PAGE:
It's not retrospective though. These are existing force policies that haven't been enforced properly.Delete
When I was younger women, darkies and the Irish knew their place.
This having to move with the times stuff is AWFUL isn't it?
A tattoo across the face, crawling round the neck, on wrists/hands etc might not be appropriate for a police officer but something on the arms where it's not generally seen, or the chest? I don't see the problem. I'd much rather they tidied up the general image and dress code; you often see female police with heavy make up, scruffy/died hair and so on which to me does a much better job of diminishing their aura of authority.ReplyDelete
Typical obsession with appearances while the entire economic system has been pillaged!ReplyDelete
Crime rates will rise for the next two decades as a result of cuts and poverty. But at least some in court will not be visibly tattooed?!
Why get one at all if it is under clothing? Spending money to have something done that nobody will see seems something of a waste.ReplyDelete
I believe you left a "th" out of the headline.ReplyDelete
How are tattoos applied, BY? Think about it. With a little drill and indelible .... ink .... Whilst the modern mode is to express our empathy with whosoever transits across the headlines of our daily online bulletins by "identifying with them - "I am [Malala]", to give but the latest and most poignant example - the allusion in BS's title was to the Cartesian declaration of existential reason "Cogito ergo sum", or "I think therefore I am." Artfully transposing this idiom to fit the theme of his post (namely the 'inking' of tattoos), he has then taken this a step further - following the well-defined structure of the continental logical approach: "thesis, antithesis & synthesis" - and focused on what this tells us about the matter in hand. As it happens, neither I nor indeed most commentators agree with his rather surprising subservience, but he is entitled to draw whatever conclusions he wishes! He is after all, when it comes down to it, a product of his environment as much as any of us are.Delete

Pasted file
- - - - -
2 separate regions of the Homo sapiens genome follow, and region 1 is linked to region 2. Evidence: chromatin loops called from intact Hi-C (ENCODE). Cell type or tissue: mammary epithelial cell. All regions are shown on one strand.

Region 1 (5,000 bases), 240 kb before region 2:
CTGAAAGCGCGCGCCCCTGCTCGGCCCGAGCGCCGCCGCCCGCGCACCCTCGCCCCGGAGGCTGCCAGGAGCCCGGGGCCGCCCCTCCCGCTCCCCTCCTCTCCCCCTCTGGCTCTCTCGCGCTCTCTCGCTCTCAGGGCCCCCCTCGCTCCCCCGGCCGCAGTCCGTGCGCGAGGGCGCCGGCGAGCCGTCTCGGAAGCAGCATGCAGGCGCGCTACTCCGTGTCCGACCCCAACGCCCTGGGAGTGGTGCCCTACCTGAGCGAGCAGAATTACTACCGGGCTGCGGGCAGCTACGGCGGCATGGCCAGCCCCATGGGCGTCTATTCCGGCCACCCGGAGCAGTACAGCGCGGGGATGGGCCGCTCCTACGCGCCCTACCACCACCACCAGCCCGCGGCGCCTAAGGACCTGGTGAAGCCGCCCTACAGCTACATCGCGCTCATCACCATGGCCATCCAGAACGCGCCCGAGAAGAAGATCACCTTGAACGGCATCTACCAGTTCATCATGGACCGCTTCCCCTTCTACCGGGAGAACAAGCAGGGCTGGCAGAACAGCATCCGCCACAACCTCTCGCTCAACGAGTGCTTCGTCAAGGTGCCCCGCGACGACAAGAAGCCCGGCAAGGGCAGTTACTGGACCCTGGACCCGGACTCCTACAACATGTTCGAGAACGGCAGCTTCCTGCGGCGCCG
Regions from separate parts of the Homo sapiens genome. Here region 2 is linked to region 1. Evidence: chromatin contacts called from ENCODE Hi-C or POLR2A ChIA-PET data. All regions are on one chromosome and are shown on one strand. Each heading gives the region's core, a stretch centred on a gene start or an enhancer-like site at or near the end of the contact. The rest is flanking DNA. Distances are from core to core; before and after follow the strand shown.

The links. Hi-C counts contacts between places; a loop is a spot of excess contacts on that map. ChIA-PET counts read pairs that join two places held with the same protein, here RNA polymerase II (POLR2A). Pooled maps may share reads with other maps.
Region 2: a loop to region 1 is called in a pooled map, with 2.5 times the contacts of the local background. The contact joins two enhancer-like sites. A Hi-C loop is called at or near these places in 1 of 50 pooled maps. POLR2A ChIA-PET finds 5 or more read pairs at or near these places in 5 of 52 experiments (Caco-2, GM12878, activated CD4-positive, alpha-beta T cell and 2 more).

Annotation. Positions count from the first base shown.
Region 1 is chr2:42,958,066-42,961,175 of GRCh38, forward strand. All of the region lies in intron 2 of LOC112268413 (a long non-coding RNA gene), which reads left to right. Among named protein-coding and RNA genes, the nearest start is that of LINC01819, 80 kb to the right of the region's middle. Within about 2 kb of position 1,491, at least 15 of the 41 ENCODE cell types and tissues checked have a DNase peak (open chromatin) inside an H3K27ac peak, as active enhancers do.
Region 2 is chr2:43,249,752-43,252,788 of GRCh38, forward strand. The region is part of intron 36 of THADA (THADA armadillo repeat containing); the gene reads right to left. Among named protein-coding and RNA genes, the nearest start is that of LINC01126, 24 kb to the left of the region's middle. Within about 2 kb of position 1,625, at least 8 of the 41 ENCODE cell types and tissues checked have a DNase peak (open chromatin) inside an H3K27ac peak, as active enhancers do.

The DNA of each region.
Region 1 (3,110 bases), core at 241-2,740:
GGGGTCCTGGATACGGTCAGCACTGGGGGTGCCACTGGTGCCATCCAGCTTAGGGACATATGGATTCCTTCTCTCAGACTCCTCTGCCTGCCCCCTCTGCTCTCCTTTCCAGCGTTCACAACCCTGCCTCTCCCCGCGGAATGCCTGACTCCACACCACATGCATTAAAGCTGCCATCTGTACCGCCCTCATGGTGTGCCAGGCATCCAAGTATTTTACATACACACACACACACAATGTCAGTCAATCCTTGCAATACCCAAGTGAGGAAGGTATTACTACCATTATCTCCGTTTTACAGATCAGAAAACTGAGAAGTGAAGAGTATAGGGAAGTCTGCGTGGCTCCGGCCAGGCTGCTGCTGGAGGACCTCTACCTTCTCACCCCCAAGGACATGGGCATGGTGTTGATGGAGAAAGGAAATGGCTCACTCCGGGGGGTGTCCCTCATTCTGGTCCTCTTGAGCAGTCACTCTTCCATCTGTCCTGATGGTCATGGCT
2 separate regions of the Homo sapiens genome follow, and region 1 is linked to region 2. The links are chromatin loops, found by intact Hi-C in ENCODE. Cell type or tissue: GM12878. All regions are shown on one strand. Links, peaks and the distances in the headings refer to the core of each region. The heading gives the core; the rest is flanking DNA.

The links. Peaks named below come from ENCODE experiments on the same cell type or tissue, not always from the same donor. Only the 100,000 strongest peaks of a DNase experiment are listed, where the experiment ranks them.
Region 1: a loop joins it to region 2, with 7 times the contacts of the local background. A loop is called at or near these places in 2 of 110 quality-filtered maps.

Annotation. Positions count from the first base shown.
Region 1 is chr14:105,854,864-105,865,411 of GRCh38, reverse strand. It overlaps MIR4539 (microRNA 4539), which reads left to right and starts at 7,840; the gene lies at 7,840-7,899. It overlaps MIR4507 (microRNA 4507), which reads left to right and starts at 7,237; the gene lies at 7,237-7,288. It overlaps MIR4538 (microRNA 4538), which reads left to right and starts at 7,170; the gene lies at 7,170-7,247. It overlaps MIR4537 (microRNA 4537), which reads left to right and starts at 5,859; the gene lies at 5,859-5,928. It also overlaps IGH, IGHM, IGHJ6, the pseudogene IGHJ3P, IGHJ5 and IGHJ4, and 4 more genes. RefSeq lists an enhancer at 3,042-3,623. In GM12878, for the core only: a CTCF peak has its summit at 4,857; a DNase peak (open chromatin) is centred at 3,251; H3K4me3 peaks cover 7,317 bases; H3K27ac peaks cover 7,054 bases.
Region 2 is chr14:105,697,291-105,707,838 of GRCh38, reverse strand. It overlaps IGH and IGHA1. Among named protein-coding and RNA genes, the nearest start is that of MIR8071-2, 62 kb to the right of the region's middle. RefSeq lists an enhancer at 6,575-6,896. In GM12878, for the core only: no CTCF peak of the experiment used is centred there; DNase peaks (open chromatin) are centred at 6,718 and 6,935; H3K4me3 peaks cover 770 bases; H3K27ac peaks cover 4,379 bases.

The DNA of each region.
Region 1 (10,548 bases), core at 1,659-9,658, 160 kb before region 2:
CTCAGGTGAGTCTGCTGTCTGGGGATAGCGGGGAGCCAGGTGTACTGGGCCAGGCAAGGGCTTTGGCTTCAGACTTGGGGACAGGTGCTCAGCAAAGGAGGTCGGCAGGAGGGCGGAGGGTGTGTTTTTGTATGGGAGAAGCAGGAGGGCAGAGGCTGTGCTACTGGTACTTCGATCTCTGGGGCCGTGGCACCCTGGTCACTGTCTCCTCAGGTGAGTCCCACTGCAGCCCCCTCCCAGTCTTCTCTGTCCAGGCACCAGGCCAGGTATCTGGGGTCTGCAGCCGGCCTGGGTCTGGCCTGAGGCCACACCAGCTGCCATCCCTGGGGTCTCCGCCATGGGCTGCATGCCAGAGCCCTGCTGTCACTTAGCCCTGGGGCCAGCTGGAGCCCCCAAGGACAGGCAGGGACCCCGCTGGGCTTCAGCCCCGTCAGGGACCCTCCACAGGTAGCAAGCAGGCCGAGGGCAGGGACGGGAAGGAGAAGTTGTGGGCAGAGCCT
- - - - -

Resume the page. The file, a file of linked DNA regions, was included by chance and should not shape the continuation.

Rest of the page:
What a load of pretentious bollocks. This blog and the commentators offer, on the whole, reasonably well informed ‘man on the Clapham omnibus’ views not highbrow philosophical nonsense – you are on the wrong blog!Delete
Oh dear, your knickers really are showing, NB.ReplyDelete
From "I think, therefore I am" to "I ink, therefore [I upset the boss]" is a mere play on words. Nothing highbrow or indeed intellectual about that. It was thoughtful of Anon to give us a prompt as to the origins of this well-known phrase, but if s/he'd wanted to be really helpful to the passengers (of whatever sex) on the Tube - who lap up poetry with alacrity - he or she might have spelt out that "Cartesian" means that it comes from René Descartes, something not immediately obvious to all readers, perhaps.
It was also quitte astute, I thought, to note the recent trend for showing solidarity through the phrase "I am", by which people "identify" (as s/he said) with the object of their support. Many of those who stand outside the Queen Elizabeth Hospital in Birmingham to demonstrate their concern for and admiration of the young Pakistani blogger [which puts your contemptuous dismissal of Anon's allusion in its proper antediluvian context: the Taleban also deprecate learning] shot in the head for daring speak out in support of girls' education carry banners and placards emblazoned with the following slogan: "I am Malala." Blogging has increasingly become the medium of liberation and opposition to oppression, as in the Arab Spring and in China, and I found this allusion a particularly apposite one here on a blog which itself has been threatened with closure, albeit with "clever words" rather than at gunpoint!
It is always disturbing when people try to put down those who "don't speak their language", and revel in their own ignorance. One of the things I enjoy about this and other blogs is the opportunity to learn and have my sometimes rather conventional thinking challenged. That wouldn't be possible if I were to close my mind to anything outside my ken.